Interview with Worldwide Fund for Nature (WWF) General Director, Jim Leape
Enlightening WWF’s future collaboration with the AfDB, Jim Leape affirms: “Like the African Development Bank, WWF is a trusted partner across Africa, working with governments, business and civil society… He strongly supports the Bank to revise its Safeguards policies. He further said: “With the Bank, we hope to share expertise, technical assistance as well as policy learning, as well as on how to help value and protect Africa’s incomparable natural and biodiversity heritage.”
Question: Your organization is called Worldwide Fund for Nature. What is it all about?
Jim Leape: WWF is one of the world’s largest and most experienced independent conservation organizations, with over 5 million supporters and a global Network active in more than 100 countries.
WWF’s mission is to stop the degradation of the planet’s natural environment and to build a future in which humans live in harmony with nature, by conserving the world’s biological diversity, ensuring that the use of renewable natural resources is sustainable, and promoting the reduction of pollution and wasteful consumption.
Question: In what way AfDB can benefit from a possible partnership with your organization?
Jim Leape: Like the African Development Bank, WWF is a trusted partner across Africa, working with governments, business and civil society to protect. With presences in 18 countries and over 900 staff in the region, we can offer to share expertise, technical assistance as well as policy learning on a wide range of issues where environment is intimately linked to economic and social development, including management of increasingly important and scarce natural resources such as forests and water, building resilience and adaptation to climate change impacts into regional and national development plans, not to forget as well how to help value and protect Africa’s incomparable natural and biodiversity heritage.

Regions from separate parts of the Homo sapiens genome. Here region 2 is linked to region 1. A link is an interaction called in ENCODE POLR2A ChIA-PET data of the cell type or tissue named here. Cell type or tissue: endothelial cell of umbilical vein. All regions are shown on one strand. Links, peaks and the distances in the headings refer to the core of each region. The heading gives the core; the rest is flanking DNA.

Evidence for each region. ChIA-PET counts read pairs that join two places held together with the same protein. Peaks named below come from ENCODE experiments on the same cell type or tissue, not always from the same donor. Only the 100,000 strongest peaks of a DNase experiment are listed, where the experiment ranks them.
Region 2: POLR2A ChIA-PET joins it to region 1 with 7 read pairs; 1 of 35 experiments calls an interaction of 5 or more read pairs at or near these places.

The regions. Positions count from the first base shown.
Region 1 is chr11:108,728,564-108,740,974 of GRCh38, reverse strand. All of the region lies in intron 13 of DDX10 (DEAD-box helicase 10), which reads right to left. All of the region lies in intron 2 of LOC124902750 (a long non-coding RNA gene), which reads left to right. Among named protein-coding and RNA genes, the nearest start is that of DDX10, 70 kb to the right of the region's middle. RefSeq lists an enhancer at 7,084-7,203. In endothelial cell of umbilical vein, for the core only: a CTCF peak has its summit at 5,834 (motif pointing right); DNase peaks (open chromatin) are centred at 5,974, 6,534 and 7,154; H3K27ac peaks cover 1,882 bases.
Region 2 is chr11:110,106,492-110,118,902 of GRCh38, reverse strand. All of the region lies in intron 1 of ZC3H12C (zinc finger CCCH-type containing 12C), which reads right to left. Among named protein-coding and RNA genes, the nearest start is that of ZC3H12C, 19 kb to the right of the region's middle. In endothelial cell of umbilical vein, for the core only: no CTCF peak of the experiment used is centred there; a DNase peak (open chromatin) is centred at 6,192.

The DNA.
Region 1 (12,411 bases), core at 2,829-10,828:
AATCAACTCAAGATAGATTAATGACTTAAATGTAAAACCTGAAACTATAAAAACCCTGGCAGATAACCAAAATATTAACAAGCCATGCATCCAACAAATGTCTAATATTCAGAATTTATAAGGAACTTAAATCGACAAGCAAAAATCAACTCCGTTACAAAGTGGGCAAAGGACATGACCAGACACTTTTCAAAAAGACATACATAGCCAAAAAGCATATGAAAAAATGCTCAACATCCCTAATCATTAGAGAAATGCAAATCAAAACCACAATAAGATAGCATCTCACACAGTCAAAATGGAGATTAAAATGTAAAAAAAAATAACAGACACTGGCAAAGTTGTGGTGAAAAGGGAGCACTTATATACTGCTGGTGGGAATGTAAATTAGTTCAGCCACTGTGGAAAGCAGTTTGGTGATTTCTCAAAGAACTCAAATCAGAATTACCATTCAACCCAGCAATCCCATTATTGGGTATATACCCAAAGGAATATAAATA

Further, because we are a global organization, working closely with other Regional Development Banks such as the Asian Development Bank, we can also help share knowledge and experiences from across the globe that might be useful to the AfDB.
Question: To what extent can such a partnership with the Bank help to build a green economy in Africa?
Jim Leape: With the current forecasts for growth in Africa, in economic, developmental and population terms, shifting the path to a green economy is an imperative that makes basic good sense. Since Africa remains an overall creditor region in the sense of Human Ecological Footprint (see our Living Planet Report 2010), integrating Natural Capital into development planning should ensure the benefits of improved human and natural welfare, not just for tomorrow, but also in the long-term. Our partnership is about sharing our expertise to help mobilize society to realize these common objectives.
Question: How can civil society organizations participate in any Safeguard Policies to ensure the sustainability of such green economy? I am sure you must have discussed these issues during the 2011 Annual Meetings in Lisbon?
Jim Leape: As one participant at the Civil Society Consultations in Lisbon said, “We have all been educated at the same schools, and followed similar professional paths; we just work for institutions which have different responsibilities.” The revision of Safeguards policies by AfDB is important for keeping it a Best of Class Institution in meeting the obligations to its member countries and the aspirations of African. Civil society organizations can, must and, most assuredly, will provide constructive input to this process; this is wholly consistent with the new Civil Society Engagement Framework discussed most constructively between the Bank and CSO representatives at the Annual Meeting.